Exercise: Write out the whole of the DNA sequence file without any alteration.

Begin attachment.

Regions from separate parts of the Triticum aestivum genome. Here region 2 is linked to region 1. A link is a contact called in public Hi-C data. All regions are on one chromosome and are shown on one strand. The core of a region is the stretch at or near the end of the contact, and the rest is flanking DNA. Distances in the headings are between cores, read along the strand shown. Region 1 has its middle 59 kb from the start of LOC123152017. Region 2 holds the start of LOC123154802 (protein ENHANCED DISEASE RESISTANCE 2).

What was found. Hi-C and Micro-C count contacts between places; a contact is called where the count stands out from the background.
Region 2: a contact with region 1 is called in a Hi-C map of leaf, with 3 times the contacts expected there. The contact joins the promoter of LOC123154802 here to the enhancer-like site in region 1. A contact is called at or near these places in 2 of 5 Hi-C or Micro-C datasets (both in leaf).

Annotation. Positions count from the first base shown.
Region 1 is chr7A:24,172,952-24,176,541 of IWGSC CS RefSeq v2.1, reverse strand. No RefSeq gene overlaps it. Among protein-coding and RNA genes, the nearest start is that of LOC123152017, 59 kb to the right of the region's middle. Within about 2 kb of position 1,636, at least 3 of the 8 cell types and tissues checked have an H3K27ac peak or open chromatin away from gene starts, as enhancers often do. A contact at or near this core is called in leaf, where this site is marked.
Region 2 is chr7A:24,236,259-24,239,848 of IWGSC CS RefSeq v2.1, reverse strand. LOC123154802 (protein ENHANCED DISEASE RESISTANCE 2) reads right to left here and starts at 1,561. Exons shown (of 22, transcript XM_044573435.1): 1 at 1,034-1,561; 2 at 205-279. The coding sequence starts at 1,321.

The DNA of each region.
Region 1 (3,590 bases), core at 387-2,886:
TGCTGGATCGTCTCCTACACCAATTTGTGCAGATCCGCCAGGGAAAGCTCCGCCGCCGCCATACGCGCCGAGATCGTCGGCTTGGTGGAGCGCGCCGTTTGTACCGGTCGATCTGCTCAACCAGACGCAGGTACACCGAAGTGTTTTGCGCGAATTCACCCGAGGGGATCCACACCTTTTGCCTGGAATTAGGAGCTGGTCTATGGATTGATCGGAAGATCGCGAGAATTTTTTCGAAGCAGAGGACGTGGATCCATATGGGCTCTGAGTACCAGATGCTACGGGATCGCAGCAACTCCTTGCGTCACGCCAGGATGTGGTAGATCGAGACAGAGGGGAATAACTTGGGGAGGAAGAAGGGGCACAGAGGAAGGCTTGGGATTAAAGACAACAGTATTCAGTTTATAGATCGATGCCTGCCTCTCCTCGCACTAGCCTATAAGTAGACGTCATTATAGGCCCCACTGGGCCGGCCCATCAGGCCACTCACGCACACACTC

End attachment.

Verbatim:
Regions from separate parts of the Triticum aestivum genome. Here region 2 is linked to region 1. A link is a contact called in public Hi-C data. All regions are on one chromosome and are shown on one strand. The core of a region is the stretch at or near the end of the contact, and the rest is flanking DNA. Distances in the headings are between cores, read along the strand shown. Region 1 has its middle 59 kb from the start of LOC123152017. Region 2 holds the start of LOC123154802 (protein ENHANCED DISEASE RESISTANCE 2).

What was found. Hi-C and Micro-C count contacts between places; a contact is called where the count stands out from the background.
Region 2: a contact with region 1 is called in a Hi-C map of leaf, with 3 times the contacts expected there. The contact joins the promoter of LOC123154802 here to the enhancer-like site in region 1. A contact is called at or near these places in 2 of 5 Hi-C or Micro-C datasets (both in leaf).

Annotation. Positions count from the first base shown.
Region 1 is chr7A:24,172,952-24,176,541 of IWGSC CS RefSeq v2.1, reverse strand. No RefSeq gene overlaps it. Among protein-coding and RNA genes, the nearest start is that of LOC123152017, 59 kb to the right of the region's middle. Within about 2 kb of position 1,636, at least 3 of the 8 cell types and tissues checked have an H3K27ac peak or open chromatin away from gene starts, as enhancers often do. A contact at or near this core is called in leaf, where this site is marked.
Region 2 is chr7A:24,236,259-24,239,848 of IWGSC CS RefSeq v2.1, reverse strand. LOC123154802 (protein ENHANCED DISEASE RESISTANCE 2) reads right to left here and starts at 1,561. Exons shown (of 22, transcript XM_044573435.1): 1 at 1,034-1,561; 2 at 205-279. The coding sequence starts at 1,321.

The DNA of each region.
Region 1 (3,590 bases), core at 387-2,886:
TGCTGGATCGTCTCCTACACCAATTTGTGCAGATCCGCCAGGGAAAGCTCCGCCGCCGCCATACGCGCCGAGATCGTCGGCTTGGTGGAGCGCGCCGTTTGTACCGGTCGATCTGCTCAACCAGACGCAGGTACACCGAAGTGTTTTGCGCGAATTCACCCGAGGGGATCCACACCTTTTGCCTGGAATTAGGAGCTGGTCTATGGATTGATCGGAAGATCGCGAGAATTTTTTCGAAGCAGAGGACGTGGATCCATATGGGCTCTGAGTACCAGATGCTACGGGATCGCAGCAACTCCTTGCGTCACGCCAGGATGTGGTAGATCGAGACAGAGGGGAATAACTTGGGGAGGAAGAAGGGGCACAGAGGAAGGCTTGGGATTAAAGACAACAGTATTCAGTTTATAGATCGATGCCTGCCTCTCCTCGCACTAGCCTATAAGTAGACGTCATTATAGGCCCCACTGGGCCGGCCCATCAGGCCACTCACGCACACACTC